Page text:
Searching For Marsh Saxifrage: the Sequel

Alistair Whyte

Alistair Whyte

Head of Plantlife Scotland

5th October 2018


© Michael Scott

Marsh saxifrage (Saxifraga hirculus) is one of our very rare wildflowers, growing in only a handful of locations scattered across Scotland. It is a European protected species, declining and threatened across most of its European range, and Plantlife has been involved in its conservation for a number of years.

Last year we undertook a range of surveys to assess the status of the plant, but some sites were missed due to the terrible weather, and on other sites the flowers didn’t put in an appearance. So this year, we decided to revisit those tricky sites to see how the species is faring.

At Loch Ruard, in Caithness, our hardy volunteers were beaten back in 2017 by torrential rain and washed-away bridges. Phyllida, one of our volunteer surveyors, takes up the story: “This time three of us set out walking in from the A9 road - we were fairly optimistic as it has never been so dry in Caithness. It is about a 4 km walk, but the first part is on a good track and the first hurdle of the river ford was relatively easy. As soon as the track is left behind, the silence of August descends – there being no bird song. We saw red grouse, geese, meadow pipits, a heron and about 100 deer in two groups, but all was quiet. We managed to survey all 3 sites at Loch Ruard – very proud of team.”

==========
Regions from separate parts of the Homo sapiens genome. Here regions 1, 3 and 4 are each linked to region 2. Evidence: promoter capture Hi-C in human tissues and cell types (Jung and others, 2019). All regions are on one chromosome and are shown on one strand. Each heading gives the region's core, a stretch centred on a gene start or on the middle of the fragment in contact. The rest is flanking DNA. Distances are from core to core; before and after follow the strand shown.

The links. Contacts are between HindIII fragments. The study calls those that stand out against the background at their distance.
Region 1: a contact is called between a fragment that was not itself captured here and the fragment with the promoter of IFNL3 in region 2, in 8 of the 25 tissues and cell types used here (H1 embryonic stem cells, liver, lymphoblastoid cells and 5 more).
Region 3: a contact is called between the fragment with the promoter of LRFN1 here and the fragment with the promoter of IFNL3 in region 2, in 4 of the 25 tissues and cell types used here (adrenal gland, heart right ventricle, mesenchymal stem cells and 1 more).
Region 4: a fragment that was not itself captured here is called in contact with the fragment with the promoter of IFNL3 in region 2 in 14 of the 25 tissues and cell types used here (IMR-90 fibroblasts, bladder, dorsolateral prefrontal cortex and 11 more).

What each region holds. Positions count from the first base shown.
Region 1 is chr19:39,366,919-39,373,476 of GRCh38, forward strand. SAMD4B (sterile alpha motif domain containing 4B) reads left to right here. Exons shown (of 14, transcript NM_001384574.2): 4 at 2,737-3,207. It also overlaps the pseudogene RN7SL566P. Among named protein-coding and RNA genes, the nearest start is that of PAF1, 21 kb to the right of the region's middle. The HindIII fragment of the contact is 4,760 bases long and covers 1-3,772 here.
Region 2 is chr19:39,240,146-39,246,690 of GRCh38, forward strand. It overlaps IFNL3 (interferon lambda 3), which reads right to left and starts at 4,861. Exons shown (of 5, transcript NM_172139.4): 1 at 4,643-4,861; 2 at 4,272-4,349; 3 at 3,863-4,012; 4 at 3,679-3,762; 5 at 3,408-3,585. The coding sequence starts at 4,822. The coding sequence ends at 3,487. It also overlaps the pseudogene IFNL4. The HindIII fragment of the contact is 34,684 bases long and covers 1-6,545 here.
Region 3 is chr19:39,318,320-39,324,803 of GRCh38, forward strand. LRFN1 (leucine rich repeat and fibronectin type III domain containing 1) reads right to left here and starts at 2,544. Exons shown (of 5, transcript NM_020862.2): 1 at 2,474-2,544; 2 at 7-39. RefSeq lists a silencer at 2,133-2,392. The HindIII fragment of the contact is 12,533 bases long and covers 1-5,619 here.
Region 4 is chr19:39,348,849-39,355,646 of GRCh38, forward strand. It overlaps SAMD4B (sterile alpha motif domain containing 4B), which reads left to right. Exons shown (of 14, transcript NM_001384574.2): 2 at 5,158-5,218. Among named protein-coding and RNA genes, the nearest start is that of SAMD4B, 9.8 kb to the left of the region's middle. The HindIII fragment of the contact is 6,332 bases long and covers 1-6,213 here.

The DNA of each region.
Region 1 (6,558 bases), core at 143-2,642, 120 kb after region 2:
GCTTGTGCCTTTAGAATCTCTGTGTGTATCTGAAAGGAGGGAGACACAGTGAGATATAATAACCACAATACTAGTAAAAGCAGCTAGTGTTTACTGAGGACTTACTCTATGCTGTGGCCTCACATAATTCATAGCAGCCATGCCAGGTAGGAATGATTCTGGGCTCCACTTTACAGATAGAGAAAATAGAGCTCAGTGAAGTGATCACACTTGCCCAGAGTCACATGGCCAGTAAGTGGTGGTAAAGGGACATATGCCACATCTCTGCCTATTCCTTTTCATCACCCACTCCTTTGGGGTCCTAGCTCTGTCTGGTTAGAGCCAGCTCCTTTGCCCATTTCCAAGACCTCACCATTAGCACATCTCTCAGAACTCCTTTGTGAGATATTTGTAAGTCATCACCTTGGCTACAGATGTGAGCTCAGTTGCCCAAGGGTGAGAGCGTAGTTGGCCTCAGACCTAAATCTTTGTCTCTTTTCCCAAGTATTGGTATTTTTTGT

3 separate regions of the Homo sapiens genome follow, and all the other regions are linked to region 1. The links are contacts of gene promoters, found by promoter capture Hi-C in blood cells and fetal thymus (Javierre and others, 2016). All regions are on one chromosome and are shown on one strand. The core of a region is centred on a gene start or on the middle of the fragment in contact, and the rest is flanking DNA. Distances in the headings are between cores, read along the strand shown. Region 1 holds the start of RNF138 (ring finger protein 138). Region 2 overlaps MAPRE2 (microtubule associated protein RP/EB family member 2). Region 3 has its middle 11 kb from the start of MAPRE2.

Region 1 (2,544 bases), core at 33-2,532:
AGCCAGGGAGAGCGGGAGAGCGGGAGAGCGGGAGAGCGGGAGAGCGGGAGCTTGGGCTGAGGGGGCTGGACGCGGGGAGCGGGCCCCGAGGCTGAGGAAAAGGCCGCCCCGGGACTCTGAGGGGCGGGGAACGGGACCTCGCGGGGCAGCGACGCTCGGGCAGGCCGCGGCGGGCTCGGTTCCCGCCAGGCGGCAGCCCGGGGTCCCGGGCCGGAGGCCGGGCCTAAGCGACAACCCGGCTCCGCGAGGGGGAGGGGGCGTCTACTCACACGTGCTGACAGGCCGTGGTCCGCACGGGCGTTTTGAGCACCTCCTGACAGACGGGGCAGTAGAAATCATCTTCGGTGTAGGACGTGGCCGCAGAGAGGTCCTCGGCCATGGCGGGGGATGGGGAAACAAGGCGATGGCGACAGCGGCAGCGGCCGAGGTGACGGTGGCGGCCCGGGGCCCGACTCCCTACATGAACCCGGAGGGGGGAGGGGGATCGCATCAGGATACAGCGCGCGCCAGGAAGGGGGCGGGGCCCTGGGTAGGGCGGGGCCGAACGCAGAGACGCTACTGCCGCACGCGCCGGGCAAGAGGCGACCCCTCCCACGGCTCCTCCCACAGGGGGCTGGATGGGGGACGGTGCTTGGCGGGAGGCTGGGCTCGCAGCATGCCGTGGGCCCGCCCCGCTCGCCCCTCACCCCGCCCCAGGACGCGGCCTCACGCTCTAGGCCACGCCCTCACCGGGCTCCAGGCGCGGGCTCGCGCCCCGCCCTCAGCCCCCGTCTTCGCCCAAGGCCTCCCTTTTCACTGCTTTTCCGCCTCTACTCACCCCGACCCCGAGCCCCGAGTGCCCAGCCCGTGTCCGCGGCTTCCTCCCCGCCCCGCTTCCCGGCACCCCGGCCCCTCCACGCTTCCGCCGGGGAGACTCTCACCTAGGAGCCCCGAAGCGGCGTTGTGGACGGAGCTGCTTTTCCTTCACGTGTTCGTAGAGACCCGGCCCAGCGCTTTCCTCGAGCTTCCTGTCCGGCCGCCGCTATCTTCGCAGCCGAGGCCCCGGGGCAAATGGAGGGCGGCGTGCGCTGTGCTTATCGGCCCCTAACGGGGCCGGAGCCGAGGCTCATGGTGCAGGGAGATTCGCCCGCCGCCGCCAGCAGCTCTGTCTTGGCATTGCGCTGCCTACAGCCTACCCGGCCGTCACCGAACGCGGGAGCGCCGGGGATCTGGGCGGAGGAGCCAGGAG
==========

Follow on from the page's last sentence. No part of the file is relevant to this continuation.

The team counted the flowering spikes at each of the Loch Ruard sites. These data will be included in a full report on the monitoring at the end of the season.

Around 200 miles further south, in a remote part of the Pentland Hills, Scottish Natural Heritage have been working with the landowner to install fencing to limit grazing around the key populations of marsh saxifrage. We were keen to see if the fencing was working, after visits last year had showed no flowering spikes. On a very wet September day, Plantlife Scotland staff joined SNH officers to hike out across the moors in search of the plant. After a lot of searching, we were rewarded with an array of flower spikes in one of the exclosures, just past their peak flowering but still very visible. It seems as if the fencing is working, and that the plant is thriving in this remote location.

Next year we will carry on the survey, looking at how land management affects the populations of the saxifrage, and hopefully carrying out counts on some of the even more remote populations.

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